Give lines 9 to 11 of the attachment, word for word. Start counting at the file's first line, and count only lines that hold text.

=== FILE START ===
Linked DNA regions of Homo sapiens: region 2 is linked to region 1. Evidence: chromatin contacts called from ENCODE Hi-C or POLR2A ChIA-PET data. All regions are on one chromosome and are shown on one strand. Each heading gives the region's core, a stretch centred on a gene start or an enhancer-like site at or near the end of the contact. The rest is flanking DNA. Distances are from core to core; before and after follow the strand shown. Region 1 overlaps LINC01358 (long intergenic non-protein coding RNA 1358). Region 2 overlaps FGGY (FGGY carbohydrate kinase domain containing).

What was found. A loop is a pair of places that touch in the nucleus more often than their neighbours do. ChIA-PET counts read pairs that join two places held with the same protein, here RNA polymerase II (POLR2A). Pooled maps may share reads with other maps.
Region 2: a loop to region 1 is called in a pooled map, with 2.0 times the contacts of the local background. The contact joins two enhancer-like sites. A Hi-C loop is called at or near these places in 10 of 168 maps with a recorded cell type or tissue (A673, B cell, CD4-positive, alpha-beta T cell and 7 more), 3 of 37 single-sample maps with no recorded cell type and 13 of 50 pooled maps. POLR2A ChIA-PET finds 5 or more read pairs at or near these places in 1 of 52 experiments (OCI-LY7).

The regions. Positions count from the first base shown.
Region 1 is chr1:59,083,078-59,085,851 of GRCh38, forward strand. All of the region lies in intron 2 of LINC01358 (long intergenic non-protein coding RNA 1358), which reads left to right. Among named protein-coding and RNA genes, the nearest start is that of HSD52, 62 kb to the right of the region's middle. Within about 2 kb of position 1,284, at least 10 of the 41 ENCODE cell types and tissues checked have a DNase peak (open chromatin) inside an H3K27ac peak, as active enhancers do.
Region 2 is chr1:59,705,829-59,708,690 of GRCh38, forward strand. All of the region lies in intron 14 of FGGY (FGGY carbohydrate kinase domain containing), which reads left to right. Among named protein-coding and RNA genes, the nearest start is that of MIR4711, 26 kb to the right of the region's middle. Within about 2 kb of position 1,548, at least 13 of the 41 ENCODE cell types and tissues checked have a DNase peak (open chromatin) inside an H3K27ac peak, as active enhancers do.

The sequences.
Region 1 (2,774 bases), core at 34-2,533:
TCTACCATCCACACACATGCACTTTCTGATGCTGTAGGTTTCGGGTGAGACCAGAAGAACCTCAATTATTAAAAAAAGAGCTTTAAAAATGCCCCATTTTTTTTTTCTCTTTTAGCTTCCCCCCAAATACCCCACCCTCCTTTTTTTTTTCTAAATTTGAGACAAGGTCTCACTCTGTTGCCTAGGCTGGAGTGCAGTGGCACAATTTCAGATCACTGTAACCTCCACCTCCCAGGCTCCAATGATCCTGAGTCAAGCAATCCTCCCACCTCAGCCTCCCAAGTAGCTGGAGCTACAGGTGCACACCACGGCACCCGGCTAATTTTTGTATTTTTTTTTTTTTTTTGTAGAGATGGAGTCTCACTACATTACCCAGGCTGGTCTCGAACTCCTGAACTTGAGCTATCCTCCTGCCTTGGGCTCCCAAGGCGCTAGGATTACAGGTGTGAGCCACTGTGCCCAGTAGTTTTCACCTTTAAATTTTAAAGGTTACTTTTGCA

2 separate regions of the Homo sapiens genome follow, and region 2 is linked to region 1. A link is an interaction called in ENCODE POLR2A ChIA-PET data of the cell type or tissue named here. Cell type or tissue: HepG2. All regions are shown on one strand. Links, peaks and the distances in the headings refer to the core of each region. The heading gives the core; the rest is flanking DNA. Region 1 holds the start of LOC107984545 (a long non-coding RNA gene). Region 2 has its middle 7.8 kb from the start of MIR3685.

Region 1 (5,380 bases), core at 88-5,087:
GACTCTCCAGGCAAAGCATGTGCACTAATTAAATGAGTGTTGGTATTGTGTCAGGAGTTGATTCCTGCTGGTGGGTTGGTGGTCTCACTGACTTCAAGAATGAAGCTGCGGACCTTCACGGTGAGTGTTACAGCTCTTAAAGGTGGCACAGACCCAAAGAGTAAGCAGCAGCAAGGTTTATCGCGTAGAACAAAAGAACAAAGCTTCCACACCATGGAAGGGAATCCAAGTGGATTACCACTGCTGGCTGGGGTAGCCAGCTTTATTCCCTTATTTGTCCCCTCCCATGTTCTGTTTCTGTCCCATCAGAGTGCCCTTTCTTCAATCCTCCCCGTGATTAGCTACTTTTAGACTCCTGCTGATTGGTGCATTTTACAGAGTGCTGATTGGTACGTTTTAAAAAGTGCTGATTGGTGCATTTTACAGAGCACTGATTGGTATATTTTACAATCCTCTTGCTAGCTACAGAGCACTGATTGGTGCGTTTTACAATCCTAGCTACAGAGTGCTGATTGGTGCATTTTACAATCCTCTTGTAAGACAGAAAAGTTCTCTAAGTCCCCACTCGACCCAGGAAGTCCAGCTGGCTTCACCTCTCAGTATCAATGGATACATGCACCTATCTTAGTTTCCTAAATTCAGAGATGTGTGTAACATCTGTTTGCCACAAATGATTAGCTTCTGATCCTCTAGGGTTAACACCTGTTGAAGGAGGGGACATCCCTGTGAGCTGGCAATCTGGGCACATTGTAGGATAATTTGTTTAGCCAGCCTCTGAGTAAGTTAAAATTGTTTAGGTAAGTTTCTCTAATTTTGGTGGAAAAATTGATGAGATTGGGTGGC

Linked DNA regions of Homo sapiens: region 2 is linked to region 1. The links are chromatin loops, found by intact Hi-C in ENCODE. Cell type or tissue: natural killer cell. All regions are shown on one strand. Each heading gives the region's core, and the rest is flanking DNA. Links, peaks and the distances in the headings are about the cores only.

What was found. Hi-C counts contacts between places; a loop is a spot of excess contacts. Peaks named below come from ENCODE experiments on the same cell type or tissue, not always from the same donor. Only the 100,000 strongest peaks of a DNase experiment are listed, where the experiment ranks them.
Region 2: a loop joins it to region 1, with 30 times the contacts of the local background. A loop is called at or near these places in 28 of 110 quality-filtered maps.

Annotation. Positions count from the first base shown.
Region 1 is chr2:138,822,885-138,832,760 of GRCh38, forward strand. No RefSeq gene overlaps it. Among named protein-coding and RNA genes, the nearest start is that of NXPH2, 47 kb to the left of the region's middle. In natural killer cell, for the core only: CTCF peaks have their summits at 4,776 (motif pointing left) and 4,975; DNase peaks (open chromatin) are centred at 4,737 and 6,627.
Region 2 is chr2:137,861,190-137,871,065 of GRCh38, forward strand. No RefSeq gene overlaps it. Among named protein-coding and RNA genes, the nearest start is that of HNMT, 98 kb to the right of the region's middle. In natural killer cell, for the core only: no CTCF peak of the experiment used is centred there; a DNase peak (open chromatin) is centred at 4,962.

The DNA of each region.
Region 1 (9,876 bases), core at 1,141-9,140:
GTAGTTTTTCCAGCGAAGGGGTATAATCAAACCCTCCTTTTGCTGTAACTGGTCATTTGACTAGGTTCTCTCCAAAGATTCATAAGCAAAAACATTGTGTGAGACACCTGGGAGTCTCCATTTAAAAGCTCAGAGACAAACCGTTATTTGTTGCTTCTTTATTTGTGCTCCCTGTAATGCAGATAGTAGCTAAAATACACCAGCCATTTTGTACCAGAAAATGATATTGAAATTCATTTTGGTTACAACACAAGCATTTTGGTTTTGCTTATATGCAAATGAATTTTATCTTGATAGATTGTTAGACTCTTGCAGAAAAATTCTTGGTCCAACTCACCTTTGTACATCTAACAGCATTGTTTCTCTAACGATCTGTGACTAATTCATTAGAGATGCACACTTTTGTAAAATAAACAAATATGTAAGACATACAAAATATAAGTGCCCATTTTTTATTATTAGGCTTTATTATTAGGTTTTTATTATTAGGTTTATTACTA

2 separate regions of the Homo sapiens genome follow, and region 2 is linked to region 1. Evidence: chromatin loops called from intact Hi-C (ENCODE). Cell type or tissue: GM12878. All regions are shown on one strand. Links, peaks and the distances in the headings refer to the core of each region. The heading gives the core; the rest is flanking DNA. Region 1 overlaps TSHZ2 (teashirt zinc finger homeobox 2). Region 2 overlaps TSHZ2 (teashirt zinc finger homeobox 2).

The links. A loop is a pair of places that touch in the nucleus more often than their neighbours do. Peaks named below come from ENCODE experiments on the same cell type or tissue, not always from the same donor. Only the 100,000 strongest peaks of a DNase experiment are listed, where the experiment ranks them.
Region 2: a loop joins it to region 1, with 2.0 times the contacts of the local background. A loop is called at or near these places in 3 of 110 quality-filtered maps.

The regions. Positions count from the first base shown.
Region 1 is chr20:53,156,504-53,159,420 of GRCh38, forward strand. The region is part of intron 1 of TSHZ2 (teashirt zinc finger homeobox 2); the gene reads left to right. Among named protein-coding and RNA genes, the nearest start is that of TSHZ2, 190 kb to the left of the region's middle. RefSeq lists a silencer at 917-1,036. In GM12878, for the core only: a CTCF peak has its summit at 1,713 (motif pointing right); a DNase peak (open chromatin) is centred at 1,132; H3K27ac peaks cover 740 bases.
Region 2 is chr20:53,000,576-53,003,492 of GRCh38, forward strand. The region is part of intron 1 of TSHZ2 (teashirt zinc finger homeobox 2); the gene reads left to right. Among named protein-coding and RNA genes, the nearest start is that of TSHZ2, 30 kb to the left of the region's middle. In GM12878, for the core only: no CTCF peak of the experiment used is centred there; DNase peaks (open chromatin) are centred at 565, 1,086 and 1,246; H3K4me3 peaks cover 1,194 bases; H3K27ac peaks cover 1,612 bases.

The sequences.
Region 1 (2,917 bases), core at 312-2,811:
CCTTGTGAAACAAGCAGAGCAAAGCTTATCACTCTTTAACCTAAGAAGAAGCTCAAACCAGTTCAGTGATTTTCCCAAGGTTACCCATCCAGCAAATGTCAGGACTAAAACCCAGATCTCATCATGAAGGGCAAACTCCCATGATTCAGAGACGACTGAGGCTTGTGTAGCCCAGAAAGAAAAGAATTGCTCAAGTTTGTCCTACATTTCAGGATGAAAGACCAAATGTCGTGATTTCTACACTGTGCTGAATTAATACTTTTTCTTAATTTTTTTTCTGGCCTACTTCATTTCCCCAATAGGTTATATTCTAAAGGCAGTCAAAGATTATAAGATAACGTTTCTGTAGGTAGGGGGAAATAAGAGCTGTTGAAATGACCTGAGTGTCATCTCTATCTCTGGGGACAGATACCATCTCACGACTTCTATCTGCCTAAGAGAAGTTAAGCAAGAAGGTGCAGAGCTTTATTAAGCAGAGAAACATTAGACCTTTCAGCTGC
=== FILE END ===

TCTACCATCCACACACATGCACTTTCTGATGCTGTAGGTTTCGGGTGAGACCAGAAGAACCTCAATTATTAAAAAAAGAGCTTTAAAAATGCCCCATTTTTTTTTTCTCTTTTAGCTTCCCCCCAAATACCCCACCCTCCTTTTTTTTTTCTAAATTTGAGACAAGGTCTCACTCTGTTGCCTAGGCTGGAGTGCAGTGGCACAATTTCAGATCACTGTAACCTCCACCTCCCAGGCTCCAATGATCCTGAGTCAAGCAATCCTCCCACCTCAGCCTCCCAAGTAGCTGGAGCTACAGGTGCACACCACGGCACCCGGCTAATTTTTGTATTTTTTTTTTTTTTTTGTAGAGATGGAGTCTCACTACATTACCCAGGCTGGTCTCGAACTCCTGAACTTGAGCTATCCTCCTGCCTTGGGCTCCCAAGGCGCTAGGATTACAGGTGTGAGCCACTGTGCCCAGTAGTTTTCACCTTTAAATTTTAAAGGTTACTTTTGCA

2 separate regions of the Homo sapiens genome follow, and region 2 is linked to region 1. A link is an interaction called in ENCODE POLR2A ChIA-PET data of the cell type or tissue named here. Cell type or tissue: HepG2. All regions are shown on one strand. Links, peaks and the distances in the headings refer to the core of each region. The heading gives the core; the rest is flanking DNA. Region 1 holds the start of LOC107984545 (a long non-coding RNA gene). Region 2 has its middle 7.8 kb from the start of MIR3685.

Region 1 (5,380 bases), core at 88-5,087: